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Dearth of As on 2001 political report card

CHRISTMAS is a time to relax, eat, drink, and contemplate.

Perhaps some in our political parties will even reflect on the year that has just passed.

If the leaderships of WA’s six formalised political groups did that they’d encounter a mixed picture of performances.

WA’s currently dominant political group, the ALP, shouldn’t feel triumphant, for it won the Treasury benches in February largely by default and has done little since to write home about.

Labor Premier Geoff Gallop may be judged as having taken up his post with ease, but his government has given little in the way of lasting reforms.

Business continues to be unduly weighed down by high and burden-some slugs, especially payroll tax and high-energy costs.

Things are so bad with payroll tax that this revenue source will make up about 40 per cent of WA’s domestically derived revenue by 2004.

The Gallop-Ripper premium property tax debacle showed that a virulent streak of socialist envy survives deep within the Labor party.

Was it primarily a Treasurer Eric Ripper initiative or was Dr Gallop perhaps behind this silly decision?

The fact is, neither dreamed it up.

The idea came from a keen State Treasury bureaucrat who keeps a sharp eye on how other States tax and, when this Sydney scheme reached Cabinet, it resulted in a collective licking of chops.

When it was unveiled to Labor’s Caucus there was, wait for it, unanimous clapping by front and backbenchers alike.

No wonder no one is keen to discuss it now.

Efforts at half-hearted token tinkering, such as the wasteful so-called community drug summit and the ineffectual Robson task force report on education, were nothing special.

Nor were things markedly better in the more conservative side of politics.

Both previous conservative leaders, Richard Court and Hendy Cowan, promptly deserted their constituents after their votes were counted.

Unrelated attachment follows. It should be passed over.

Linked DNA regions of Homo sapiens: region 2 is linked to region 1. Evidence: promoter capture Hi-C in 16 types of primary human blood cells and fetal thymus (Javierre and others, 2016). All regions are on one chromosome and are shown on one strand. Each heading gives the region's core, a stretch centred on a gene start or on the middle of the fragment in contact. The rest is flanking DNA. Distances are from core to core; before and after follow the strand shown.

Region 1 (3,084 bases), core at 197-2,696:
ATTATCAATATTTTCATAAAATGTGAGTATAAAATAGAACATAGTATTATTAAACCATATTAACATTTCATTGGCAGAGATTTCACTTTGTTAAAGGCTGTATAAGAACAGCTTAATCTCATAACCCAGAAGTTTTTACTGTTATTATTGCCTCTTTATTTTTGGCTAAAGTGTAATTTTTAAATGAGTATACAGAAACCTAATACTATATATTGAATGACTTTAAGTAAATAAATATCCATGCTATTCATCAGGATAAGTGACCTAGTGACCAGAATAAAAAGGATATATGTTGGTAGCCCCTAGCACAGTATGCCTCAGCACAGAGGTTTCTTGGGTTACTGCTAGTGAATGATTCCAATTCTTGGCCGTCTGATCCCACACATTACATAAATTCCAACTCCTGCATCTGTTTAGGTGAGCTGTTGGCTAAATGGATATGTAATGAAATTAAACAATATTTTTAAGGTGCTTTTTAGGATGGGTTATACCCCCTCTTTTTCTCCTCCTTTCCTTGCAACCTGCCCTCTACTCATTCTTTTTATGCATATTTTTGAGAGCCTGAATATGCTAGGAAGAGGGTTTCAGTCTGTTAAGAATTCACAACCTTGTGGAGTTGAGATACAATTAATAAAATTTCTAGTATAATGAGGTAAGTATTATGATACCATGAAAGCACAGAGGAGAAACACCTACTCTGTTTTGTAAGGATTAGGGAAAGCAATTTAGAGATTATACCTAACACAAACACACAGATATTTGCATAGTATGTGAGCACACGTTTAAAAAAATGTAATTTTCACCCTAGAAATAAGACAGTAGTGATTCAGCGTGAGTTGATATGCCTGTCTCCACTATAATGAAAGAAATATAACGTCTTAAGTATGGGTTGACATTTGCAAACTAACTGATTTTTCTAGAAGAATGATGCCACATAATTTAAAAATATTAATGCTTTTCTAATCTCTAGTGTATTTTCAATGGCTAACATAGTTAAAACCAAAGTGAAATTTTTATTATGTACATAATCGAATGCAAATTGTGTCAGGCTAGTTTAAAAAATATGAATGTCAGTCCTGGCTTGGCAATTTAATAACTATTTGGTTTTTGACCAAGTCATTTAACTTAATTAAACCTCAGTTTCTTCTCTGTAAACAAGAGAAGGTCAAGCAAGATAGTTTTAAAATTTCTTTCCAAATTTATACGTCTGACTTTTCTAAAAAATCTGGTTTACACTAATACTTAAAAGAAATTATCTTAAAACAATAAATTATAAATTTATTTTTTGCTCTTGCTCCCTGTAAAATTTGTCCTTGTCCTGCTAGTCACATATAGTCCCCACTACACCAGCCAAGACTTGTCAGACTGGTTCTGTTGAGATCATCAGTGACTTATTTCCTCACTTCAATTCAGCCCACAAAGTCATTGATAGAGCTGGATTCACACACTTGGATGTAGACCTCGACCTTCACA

Mr Court couldn’t wait to move into a relaxed career as a mining and machinery industry consultant while Mr Cowan, although seemingly departing to assist his party federally, did nothing of the sort.

He never had a hope in Hades of winning a Senate spot.

Not since the Nationals lost the seat held by the late Tom Drake-Brockman in 1977 have they had WA Senate representation.

The immediate post-WA election leadership debacle involving Curtin MHR Julie Bishop, even though she wasn’t in State Parliament, to thwart current Liberal leader Colin Barnett, remains a measure of the latter’s acceptance by colleagues.

That said, he gets a pat on the head for at least keeping his party together and performing credibly, under the circumstances, by retaining the seat Mr Court so hastily vacated and for performing moderately well in the Merredin by-election.

Where he and Nationals leader Max Trenorden dismally fail is that their parties remain policy and imaginative ideas-free zones.

Liberal and National Party conferences continue to be social affairs rather than hard-headed events where policies are debated and developed.

The policy development machinery is non-existent.

Things are just ticking over in Liberal and Nationals ranks, in the hope Labor’s bungles eventually return them to power.

The Democrats have simply vanished from the State scene.

If it wasn’t for Senator Andrew Murray, who gained the required preferences from the various conservative parties, and colleague Senator Brian Greig from last election, WA would be without a Democrat in either Parliament.

WA’s One Nation troika – John Fischer, Frank Hough and Paddy Embry – although shaping up to becoming quite stolid MLCs, are paying the price of Pauline Hanson’s silly “kick the b….s out” strategy.

That meant One Nation handed the balance of power in the Council to the leftist Greens, thereby making themselves legislatively irrelevant.

But the troika appears to have unshackled itself from Ms Hanson and their local adviser, former Liberal powerbroker Noel Crichton-Browne, two moves from which they can only gain.

Which brings us to the Greens – akin to the Dr Jim Cairns (rem-

ember him?) wing of the ALP.

Not only do they hold the balance of power in the Council, they’re using their newfound strength.

So Attorney-General Jim McGinty’s electoral changes and the laws on homosexuality are ensured of quick passage.

Electoral reform – McGinty and Greens-style – means WA is set to get two extra MLCs after election day 2004.

That’s at least another million dollars annually, rising at about 5 per cent a year for the rest of the 21st century and beyond.

What outcomes their changes to laws on unorthodox sexual proclivities will bring to family and individual lives as well as WA society at large remains anyone’s guess at this stage.

And while bikie gang warfare and other crime continues alongside widespread burglaries and other largely unsolved crimes, particularly in the suburbs, the Gallop Government has launched a $15 million royal commission. What into? The police force, of course.

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